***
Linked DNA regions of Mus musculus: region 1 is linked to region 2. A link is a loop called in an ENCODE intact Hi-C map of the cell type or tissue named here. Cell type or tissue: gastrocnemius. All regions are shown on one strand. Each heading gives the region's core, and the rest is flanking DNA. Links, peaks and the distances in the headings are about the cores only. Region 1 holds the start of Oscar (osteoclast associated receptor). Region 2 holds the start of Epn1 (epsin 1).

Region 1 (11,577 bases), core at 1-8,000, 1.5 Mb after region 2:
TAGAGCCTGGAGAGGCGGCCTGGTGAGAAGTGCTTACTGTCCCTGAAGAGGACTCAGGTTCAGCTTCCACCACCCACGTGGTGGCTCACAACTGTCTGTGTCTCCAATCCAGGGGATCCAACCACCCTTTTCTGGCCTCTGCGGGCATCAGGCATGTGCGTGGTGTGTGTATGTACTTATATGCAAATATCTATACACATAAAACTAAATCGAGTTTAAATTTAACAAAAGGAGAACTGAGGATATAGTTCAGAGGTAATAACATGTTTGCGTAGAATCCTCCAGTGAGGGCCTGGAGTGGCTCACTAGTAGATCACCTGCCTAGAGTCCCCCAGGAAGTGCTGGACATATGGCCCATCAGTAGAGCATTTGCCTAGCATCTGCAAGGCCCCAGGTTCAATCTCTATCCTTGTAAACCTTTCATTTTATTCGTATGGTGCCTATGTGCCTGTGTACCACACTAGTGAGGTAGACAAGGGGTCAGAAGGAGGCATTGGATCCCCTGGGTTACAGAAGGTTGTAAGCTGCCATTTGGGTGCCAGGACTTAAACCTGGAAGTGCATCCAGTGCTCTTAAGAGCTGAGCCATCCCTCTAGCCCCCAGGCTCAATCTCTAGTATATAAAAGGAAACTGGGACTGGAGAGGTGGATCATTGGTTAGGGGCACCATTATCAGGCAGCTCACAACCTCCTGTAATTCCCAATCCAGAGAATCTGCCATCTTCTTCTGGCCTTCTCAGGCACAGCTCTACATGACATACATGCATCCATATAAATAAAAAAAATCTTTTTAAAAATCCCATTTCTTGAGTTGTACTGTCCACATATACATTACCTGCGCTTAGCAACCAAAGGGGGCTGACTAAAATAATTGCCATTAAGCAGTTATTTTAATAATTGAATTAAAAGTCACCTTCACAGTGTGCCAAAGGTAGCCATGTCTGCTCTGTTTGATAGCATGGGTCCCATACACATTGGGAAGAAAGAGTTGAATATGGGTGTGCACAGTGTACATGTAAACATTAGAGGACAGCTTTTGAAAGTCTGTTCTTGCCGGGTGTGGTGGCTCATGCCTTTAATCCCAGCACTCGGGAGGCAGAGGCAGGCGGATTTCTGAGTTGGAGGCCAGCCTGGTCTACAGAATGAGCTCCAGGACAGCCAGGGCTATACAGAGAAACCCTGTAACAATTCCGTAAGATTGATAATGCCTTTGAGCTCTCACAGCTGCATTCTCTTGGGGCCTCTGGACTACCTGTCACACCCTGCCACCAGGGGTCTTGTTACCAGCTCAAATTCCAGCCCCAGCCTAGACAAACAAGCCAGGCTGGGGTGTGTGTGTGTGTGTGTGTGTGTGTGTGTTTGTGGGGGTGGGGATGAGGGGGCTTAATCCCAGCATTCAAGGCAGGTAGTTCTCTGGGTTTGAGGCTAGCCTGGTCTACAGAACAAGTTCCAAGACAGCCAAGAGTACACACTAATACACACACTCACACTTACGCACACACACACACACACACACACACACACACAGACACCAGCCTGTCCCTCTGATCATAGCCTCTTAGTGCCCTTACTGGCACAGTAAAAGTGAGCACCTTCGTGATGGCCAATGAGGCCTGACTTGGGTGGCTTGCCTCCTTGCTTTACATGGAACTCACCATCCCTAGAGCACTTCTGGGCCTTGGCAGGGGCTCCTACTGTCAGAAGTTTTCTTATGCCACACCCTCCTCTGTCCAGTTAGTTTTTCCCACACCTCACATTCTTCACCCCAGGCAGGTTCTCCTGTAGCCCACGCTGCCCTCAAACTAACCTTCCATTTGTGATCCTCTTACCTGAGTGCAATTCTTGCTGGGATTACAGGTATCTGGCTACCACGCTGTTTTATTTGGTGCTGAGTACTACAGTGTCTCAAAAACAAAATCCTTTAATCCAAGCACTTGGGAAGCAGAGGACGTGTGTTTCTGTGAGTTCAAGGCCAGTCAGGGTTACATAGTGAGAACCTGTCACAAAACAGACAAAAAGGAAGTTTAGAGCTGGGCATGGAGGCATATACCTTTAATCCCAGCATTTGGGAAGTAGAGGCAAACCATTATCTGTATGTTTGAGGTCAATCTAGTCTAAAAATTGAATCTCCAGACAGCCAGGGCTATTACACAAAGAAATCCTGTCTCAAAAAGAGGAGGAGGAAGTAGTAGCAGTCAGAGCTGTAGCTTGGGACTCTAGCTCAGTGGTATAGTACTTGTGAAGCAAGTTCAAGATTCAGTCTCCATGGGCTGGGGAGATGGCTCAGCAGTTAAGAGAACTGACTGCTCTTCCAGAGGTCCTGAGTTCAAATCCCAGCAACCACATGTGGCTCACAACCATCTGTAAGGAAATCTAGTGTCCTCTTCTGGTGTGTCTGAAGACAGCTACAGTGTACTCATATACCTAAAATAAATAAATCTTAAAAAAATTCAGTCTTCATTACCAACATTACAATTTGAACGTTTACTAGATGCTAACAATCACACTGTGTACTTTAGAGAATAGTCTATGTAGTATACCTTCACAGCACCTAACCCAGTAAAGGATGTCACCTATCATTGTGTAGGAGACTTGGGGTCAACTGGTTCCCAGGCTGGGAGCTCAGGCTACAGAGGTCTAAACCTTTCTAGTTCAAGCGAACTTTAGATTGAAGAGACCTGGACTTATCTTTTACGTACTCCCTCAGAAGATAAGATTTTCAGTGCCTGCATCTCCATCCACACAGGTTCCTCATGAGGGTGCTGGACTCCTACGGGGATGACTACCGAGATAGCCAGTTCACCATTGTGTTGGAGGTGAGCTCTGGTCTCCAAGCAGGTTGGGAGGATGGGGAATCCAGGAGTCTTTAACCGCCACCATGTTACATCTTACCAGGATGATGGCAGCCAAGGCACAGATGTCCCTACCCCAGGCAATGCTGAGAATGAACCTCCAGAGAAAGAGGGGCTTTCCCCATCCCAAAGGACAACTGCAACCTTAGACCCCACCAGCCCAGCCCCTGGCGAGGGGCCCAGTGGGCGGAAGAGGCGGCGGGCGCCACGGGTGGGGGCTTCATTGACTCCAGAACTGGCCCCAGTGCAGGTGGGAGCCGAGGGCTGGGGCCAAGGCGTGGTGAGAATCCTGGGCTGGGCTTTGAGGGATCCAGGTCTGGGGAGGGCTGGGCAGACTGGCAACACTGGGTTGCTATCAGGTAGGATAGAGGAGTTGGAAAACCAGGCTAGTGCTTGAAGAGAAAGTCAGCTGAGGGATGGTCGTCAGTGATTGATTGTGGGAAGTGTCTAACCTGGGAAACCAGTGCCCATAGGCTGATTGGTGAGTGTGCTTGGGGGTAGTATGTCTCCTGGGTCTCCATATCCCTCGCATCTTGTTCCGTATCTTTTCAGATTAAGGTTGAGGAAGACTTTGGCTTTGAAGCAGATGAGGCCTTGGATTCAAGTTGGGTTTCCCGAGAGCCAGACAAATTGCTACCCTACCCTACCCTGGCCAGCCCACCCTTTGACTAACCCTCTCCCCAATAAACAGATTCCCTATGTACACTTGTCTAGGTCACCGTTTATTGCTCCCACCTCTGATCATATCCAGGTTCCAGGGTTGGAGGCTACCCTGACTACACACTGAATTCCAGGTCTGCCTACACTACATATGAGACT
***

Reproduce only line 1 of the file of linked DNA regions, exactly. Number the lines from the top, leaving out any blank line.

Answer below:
Linked DNA regions of Mus musculus: region 1 is linked to region 2. A link is a loop called in an ENCODE intact Hi-C map of the cell type or tissue named here. Cell type or tissue: gastrocnemius. All regions are shown on one strand. Each heading gives the region's core, and the rest is flanking DNA. Links, peaks and the distances in the headings are about the cores only. Region 1 holds the start of Oscar (osteoclast associated receptor). Region 2 holds the start of Epn1 (epsin 1).